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A Journey Through Mania and Back

My name is Nicole, but most people call me Nic. Mostly because it’s easier and faster to say, but also because Australians are fond of a nickname!

I have bipolar disorder Type 1 and am presently recovering from another lengthy manic episode. I could try and put a timeline on it all, but it would be unreliable. So, the best way to describe where I’m at presently is that well-worn in between place. No longer acute but nowhere near well, wrestling daily with medication changes and mixed episodes. I wait eagerly for the medication to find that ever changing groove.

As I lie here sleepless due to a change in antipsychotics, I am considering what to write as a first time contributor. I think it is best if I write the story of how I ended up here this time, how the mania manifested itself and ultimately took me down.

First and foremost, bipolar is insidious. Once kicked off, it extends its arms to me like a lover calling me to dance, and it is irresistible; a strange dance that grows in intensity every day. When this happened for me this time, I’m not entirely sure, but there were some triggers.

About four months ago, I lost my first job in three years after only two months of working again. The reason given to me was a generic one. Regardless, this lead to serious self-doubt, and I was convinced it was my illness to blame. In reality, this is quite possibly what happened. I will never know.

The process of being “let go” sent me almost immediately into a state of shock, and within hours I was becoming increasingly agitated internally; my mood elevating rapidly. The next day, the repetitive behaviour began like it always does, and at first it soothes me. For me, it’s listening to music. I will wear noise cancelling headphones and will pump music almost all day long, often listening to the same track over and over for a week straight before a new track appeals to my mood. My music collection is extensive, and I have go-to tracks for every bipolar occasion.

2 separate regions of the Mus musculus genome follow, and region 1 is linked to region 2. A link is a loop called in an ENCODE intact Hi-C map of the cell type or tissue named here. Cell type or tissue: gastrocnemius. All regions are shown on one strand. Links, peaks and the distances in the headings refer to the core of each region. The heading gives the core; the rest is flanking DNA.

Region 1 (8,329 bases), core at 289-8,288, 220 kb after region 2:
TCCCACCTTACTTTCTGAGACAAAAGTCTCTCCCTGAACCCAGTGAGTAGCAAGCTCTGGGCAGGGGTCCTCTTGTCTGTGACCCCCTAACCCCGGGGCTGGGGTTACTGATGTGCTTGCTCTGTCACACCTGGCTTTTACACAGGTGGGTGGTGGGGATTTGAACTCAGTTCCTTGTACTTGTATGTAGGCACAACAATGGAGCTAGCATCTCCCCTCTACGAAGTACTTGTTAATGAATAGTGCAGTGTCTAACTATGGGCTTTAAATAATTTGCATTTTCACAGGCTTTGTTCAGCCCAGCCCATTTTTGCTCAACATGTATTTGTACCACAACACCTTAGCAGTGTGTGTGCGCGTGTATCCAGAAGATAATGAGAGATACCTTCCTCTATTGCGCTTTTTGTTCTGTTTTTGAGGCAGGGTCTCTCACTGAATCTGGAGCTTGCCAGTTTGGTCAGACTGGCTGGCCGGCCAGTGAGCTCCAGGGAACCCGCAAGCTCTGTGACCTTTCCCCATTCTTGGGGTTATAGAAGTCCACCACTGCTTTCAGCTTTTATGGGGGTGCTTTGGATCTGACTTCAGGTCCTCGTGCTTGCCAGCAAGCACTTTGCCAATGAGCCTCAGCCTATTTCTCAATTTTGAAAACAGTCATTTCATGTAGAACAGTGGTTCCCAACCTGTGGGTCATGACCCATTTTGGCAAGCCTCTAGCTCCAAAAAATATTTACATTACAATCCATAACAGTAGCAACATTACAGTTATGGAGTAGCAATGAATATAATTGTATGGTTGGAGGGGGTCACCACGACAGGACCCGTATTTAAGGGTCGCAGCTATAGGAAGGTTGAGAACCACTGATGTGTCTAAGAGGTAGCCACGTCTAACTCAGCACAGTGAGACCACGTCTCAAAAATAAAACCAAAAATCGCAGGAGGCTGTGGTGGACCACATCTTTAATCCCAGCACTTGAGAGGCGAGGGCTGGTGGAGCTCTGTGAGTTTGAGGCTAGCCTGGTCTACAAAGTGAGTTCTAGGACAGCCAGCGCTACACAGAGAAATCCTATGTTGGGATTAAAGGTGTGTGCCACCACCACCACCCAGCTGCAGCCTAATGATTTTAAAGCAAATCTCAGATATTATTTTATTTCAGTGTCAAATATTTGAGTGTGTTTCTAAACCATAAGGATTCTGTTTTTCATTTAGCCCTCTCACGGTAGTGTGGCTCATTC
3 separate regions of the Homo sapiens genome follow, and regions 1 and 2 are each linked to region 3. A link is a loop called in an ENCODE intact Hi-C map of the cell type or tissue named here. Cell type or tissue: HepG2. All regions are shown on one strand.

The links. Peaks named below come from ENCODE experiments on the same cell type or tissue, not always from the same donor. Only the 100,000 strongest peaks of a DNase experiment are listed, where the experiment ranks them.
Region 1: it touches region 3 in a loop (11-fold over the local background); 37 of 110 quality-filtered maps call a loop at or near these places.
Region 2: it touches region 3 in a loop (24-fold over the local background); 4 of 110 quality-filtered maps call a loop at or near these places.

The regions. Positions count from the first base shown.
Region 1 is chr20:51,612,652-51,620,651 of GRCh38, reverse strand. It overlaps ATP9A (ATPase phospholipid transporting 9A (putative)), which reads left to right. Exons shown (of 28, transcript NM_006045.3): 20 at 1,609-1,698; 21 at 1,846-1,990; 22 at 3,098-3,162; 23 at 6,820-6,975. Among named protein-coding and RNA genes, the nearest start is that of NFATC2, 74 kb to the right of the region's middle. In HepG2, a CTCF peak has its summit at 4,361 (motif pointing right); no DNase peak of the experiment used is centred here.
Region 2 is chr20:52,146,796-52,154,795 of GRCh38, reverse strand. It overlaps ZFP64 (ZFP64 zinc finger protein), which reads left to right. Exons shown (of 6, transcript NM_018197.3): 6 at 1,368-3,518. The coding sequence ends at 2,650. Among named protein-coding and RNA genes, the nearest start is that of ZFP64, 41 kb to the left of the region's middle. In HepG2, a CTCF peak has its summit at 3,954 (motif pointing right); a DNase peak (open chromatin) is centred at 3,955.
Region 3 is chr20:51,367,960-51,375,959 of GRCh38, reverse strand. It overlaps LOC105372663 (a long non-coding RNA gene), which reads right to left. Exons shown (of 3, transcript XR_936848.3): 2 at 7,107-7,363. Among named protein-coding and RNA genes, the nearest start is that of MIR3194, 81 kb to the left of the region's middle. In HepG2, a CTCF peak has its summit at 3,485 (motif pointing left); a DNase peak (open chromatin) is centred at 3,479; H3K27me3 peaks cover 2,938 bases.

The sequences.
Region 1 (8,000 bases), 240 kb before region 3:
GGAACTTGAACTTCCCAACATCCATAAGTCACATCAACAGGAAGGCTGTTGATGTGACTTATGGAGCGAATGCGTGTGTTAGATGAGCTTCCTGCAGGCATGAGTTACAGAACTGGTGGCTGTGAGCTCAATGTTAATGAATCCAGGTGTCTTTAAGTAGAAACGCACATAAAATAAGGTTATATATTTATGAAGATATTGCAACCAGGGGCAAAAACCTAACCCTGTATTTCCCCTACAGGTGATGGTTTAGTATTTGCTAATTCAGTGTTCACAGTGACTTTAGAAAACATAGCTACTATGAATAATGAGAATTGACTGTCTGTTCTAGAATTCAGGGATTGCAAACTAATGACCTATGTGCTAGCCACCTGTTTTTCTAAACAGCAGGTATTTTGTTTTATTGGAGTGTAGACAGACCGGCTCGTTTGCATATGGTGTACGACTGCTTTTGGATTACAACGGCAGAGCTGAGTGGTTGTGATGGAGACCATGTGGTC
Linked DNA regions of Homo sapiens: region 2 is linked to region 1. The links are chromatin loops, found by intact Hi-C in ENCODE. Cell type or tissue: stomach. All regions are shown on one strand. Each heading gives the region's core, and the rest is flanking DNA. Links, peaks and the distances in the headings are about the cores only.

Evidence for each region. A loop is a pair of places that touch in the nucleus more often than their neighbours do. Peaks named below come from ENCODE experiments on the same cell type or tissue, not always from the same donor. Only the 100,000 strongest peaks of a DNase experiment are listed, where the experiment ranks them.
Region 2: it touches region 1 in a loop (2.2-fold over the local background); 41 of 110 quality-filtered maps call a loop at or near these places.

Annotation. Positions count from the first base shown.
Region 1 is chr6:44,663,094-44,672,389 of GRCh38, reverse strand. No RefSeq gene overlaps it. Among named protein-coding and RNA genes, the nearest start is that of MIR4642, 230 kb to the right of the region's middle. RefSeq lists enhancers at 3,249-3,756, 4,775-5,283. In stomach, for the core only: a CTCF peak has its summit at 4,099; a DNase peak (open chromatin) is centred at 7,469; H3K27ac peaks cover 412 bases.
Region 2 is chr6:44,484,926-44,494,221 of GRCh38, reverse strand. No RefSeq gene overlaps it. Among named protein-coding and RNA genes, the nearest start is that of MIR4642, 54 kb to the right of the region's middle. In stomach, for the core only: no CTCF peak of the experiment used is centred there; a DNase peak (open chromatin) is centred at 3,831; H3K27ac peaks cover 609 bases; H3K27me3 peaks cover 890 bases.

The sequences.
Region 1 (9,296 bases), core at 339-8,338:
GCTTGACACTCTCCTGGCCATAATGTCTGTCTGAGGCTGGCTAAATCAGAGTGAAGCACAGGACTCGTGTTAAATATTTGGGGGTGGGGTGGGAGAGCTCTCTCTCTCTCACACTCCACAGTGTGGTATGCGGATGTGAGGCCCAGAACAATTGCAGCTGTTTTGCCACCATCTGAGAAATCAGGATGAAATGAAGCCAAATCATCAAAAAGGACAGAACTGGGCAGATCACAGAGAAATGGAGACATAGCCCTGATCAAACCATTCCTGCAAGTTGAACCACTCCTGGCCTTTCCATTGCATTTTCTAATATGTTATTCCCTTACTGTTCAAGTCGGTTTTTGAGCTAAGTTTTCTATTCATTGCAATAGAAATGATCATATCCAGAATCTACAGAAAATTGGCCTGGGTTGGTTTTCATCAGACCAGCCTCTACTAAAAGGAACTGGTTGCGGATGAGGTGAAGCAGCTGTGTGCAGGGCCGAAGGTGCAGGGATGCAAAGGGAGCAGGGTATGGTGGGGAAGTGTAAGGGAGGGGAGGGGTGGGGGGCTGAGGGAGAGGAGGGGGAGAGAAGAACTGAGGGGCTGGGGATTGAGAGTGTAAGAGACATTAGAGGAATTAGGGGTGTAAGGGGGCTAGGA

The musical arena becomes my bipolar world, and I do not like to be interrupted or extracted from it regardless of the reason. Put simply, it irritates me further.

Unfortunately, blocking and feeding the mania with music was only the beginning of my journey up. Before long, my inhibitions switch was flicked off and I began to behave in a risky and unruly fashion. For example, constant raving about absolutely anything to anyone with no filters, no consideration, no stopping. At some level I believe I knew this was happening but was unable to gain control, and in all honesty, I don’t think I wanted to.